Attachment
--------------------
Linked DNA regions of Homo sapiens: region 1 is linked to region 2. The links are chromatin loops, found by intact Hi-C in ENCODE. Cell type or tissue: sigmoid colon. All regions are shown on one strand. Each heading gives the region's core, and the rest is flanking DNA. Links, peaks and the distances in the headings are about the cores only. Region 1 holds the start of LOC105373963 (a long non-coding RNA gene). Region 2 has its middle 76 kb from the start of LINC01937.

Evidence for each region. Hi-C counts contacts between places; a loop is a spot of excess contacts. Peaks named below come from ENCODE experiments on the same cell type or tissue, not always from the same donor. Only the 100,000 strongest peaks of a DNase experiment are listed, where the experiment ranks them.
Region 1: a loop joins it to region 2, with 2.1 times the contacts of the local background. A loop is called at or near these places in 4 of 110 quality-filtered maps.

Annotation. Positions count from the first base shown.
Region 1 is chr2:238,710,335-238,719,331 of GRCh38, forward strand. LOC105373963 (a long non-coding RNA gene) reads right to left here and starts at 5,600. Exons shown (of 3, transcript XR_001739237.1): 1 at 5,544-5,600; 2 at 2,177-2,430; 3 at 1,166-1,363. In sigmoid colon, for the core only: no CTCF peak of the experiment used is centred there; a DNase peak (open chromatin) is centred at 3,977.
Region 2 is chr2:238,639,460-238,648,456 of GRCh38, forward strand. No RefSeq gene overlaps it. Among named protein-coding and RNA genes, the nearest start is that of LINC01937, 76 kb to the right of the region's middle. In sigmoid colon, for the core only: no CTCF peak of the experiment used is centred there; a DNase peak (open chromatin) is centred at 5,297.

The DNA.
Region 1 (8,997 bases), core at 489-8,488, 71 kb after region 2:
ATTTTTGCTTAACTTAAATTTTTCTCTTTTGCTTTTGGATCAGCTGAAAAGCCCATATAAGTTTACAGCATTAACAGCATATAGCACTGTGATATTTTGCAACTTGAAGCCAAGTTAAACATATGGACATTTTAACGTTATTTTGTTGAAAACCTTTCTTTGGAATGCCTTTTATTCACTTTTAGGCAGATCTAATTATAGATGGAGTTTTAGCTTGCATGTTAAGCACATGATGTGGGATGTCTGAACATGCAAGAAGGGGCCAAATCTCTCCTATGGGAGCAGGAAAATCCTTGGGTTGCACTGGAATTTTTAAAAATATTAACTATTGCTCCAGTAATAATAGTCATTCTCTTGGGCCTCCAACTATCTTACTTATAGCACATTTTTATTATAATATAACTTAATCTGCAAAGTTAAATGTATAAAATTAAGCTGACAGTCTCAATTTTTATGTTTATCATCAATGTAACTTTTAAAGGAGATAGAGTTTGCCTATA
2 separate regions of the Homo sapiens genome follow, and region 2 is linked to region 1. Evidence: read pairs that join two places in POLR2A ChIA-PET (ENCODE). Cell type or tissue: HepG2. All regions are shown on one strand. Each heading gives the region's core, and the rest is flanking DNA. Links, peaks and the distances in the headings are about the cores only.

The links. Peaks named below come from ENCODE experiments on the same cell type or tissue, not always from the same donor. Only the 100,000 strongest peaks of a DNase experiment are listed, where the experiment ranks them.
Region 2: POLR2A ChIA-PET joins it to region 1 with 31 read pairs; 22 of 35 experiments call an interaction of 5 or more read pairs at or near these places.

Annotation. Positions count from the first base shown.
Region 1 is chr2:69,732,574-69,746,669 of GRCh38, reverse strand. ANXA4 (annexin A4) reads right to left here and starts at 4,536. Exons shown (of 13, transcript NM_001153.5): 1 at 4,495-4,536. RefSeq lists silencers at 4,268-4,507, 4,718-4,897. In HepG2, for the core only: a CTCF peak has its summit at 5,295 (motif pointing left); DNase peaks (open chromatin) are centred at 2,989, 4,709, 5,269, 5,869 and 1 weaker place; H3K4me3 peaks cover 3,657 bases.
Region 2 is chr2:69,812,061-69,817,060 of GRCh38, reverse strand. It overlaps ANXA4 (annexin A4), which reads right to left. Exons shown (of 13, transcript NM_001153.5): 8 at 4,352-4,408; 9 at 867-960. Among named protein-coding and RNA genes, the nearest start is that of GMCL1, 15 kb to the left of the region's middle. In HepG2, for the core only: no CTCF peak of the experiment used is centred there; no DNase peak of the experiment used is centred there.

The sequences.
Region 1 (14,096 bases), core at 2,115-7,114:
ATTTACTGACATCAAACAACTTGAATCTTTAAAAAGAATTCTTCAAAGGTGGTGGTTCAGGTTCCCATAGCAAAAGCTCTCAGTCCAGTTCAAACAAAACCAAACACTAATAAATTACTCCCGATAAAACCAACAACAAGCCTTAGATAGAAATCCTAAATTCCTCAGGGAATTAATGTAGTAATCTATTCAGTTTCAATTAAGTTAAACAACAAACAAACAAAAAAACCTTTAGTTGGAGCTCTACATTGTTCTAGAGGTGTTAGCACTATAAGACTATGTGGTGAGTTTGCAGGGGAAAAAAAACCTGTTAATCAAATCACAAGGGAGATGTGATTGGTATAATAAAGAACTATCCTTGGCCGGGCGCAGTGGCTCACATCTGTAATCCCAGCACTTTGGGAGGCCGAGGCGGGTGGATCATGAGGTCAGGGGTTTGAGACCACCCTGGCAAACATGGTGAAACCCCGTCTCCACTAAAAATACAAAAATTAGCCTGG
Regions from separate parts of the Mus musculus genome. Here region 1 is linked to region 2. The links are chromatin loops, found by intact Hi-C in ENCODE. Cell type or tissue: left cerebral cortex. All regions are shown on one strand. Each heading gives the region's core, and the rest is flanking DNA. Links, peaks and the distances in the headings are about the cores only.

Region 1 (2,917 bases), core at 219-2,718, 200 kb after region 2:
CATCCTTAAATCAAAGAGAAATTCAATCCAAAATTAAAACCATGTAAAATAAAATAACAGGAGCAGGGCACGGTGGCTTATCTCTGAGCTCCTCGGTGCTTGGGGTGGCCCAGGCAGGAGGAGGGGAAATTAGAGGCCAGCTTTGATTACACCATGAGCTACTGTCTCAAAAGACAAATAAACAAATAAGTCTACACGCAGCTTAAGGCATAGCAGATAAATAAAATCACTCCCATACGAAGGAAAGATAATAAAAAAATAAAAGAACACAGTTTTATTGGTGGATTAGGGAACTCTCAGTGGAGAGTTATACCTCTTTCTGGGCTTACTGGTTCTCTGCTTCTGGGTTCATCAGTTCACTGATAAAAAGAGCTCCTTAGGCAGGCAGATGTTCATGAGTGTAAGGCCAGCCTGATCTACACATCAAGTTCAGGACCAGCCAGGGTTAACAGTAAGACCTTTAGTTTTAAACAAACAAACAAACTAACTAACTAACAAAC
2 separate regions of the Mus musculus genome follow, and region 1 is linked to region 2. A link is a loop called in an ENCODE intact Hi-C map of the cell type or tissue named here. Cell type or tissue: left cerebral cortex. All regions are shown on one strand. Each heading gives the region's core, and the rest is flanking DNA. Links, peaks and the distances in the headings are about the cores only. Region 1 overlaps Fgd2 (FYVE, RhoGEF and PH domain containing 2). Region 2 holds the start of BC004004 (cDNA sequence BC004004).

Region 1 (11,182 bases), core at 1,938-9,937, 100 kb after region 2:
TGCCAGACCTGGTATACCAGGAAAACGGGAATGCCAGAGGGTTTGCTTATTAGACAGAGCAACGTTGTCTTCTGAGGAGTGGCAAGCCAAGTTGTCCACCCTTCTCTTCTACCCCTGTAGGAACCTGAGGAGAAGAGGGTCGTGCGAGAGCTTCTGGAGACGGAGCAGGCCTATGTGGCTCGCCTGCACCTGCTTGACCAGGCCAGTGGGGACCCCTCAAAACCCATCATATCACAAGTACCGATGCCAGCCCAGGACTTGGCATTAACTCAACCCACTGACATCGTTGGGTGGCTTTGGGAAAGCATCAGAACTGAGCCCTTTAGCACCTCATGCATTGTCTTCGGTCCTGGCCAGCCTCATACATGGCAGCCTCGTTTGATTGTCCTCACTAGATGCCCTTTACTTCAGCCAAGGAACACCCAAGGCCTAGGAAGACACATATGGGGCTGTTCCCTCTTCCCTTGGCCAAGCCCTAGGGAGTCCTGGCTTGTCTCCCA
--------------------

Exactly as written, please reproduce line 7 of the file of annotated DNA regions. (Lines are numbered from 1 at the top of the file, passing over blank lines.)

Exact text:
The DNA.